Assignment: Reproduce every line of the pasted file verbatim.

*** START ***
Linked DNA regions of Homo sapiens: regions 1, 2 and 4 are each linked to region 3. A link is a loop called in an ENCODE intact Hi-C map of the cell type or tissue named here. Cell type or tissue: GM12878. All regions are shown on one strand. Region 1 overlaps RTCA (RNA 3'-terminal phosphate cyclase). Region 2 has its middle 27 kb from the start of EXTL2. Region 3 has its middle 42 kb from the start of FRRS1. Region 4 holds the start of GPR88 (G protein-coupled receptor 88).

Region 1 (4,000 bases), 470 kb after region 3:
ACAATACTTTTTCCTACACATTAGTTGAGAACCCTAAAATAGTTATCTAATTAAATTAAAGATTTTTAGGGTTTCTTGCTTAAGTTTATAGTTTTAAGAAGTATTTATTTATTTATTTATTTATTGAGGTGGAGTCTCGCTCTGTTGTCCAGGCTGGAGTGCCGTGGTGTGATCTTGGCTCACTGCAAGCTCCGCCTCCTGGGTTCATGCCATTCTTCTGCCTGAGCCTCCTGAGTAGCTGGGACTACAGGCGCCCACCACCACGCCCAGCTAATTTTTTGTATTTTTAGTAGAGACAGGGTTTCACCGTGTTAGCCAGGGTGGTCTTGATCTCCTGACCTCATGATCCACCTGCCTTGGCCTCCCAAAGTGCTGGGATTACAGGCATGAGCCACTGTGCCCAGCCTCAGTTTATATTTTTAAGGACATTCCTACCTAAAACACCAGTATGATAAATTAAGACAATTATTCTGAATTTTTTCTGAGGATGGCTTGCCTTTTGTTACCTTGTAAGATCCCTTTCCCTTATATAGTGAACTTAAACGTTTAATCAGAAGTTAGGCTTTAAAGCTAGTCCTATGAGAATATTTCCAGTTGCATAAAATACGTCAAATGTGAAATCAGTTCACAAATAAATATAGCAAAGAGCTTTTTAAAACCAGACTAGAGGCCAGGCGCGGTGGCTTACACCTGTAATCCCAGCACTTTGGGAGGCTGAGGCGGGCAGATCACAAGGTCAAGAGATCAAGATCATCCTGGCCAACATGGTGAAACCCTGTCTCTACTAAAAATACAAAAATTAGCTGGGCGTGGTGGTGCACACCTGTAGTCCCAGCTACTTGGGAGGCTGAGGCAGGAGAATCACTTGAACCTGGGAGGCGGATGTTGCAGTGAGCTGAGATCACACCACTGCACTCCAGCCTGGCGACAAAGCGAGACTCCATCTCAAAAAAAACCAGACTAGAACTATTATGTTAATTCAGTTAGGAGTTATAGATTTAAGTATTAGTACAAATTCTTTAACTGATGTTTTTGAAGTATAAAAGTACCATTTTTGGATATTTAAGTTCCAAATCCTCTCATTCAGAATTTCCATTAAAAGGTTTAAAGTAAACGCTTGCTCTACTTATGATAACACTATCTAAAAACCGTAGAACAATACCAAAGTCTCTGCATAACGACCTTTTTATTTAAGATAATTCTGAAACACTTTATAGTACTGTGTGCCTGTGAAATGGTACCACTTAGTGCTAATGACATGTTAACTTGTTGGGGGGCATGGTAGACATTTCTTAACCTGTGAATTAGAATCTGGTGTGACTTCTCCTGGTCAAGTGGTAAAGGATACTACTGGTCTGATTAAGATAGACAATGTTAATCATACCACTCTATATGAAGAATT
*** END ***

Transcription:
Linked DNA regions of Homo sapiens: regions 1, 2 and 4 are each linked to region 3. A link is a loop called in an ENCODE intact Hi-C map of the cell type or tissue named here. Cell type or tissue: GM12878. All regions are shown on one strand. Region 1 overlaps RTCA (RNA 3'-terminal phosphate cyclase). Region 2 has its middle 27 kb from the start of EXTL2. Region 3 has its middle 42 kb from the start of FRRS1. Region 4 holds the start of GPR88 (G protein-coupled receptor 88).

Region 1 (4,000 bases), 470 kb after region 3:
ACAATACTTTTTCCTACACATTAGTTGAGAACCCTAAAATAGTTATCTAATTAAATTAAAGATTTTTAGGGTTTCTTGCTTAAGTTTATAGTTTTAAGAAGTATTTATTTATTTATTTATTTATTGAGGTGGAGTCTCGCTCTGTTGTCCAGGCTGGAGTGCCGTGGTGTGATCTTGGCTCACTGCAAGCTCCGCCTCCTGGGTTCATGCCATTCTTCTGCCTGAGCCTCCTGAGTAGCTGGGACTACAGGCGCCCACCACCACGCCCAGCTAATTTTTTGTATTTTTAGTAGAGACAGGGTTTCACCGTGTTAGCCAGGGTGGTCTTGATCTCCTGACCTCATGATCCACCTGCCTTGGCCTCCCAAAGTGCTGGGATTACAGGCATGAGCCACTGTGCCCAGCCTCAGTTTATATTTTTAAGGACATTCCTACCTAAAACACCAGTATGATAAATTAAGACAATTATTCTGAATTTTTTCTGAGGATGGCTTGCCTTTTGTTACCTTGTAAGATCCCTTTCCCTTATATAGTGAACTTAAACGTTTAATCAGAAGTTAGGCTTTAAAGCTAGTCCTATGAGAATATTTCCAGTTGCATAAAATACGTCAAATGTGAAATCAGTTCACAAATAAATATAGCAAAGAGCTTTTTAAAACCAGACTAGAGGCCAGGCGCGGTGGCTTACACCTGTAATCCCAGCACTTTGGGAGGCTGAGGCGGGCAGATCACAAGGTCAAGAGATCAAGATCATCCTGGCCAACATGGTGAAACCCTGTCTCTACTAAAAATACAAAAATTAGCTGGGCGTGGTGGTGCACACCTGTAGTCCCAGCTACTTGGGAGGCTGAGGCAGGAGAATCACTTGAACCTGGGAGGCGGATGTTGCAGTGAGCTGAGATCACACCACTGCACTCCAGCCTGGCGACAAAGCGAGACTCCATCTCAAAAAAAACCAGACTAGAACTATTATGTTAATTCAGTTAGGAGTTATAGATTTAAGTATTAGTACAAATTCTTTAACTGATGTTTTTGAAGTATAAAAGTACCATTTTTGGATATTTAAGTTCCAAATCCTCTCATTCAGAATTTCCATTAAAAGGTTTAAAGTAAACGCTTGCTCTACTTATGATAACACTATCTAAAAACCGTAGAACAATACCAAAGTCTCTGCATAACGACCTTTTTATTTAAGATAATTCTGAAACACTTTATAGTACTGTGTGCCTGTGAAATGGTACCACTTAGTGCTAATGACATGTTAACTTGTTGGGGGGCATGGTAGACATTTCTTAACCTGTGAATTAGAATCTGGTGTGACTTCTCCTGGTCAAGTGGTAAAGGATACTACTGGTCTGATTAAGATAGACAATGTTAATCATACCACTCTATATGAAGAATT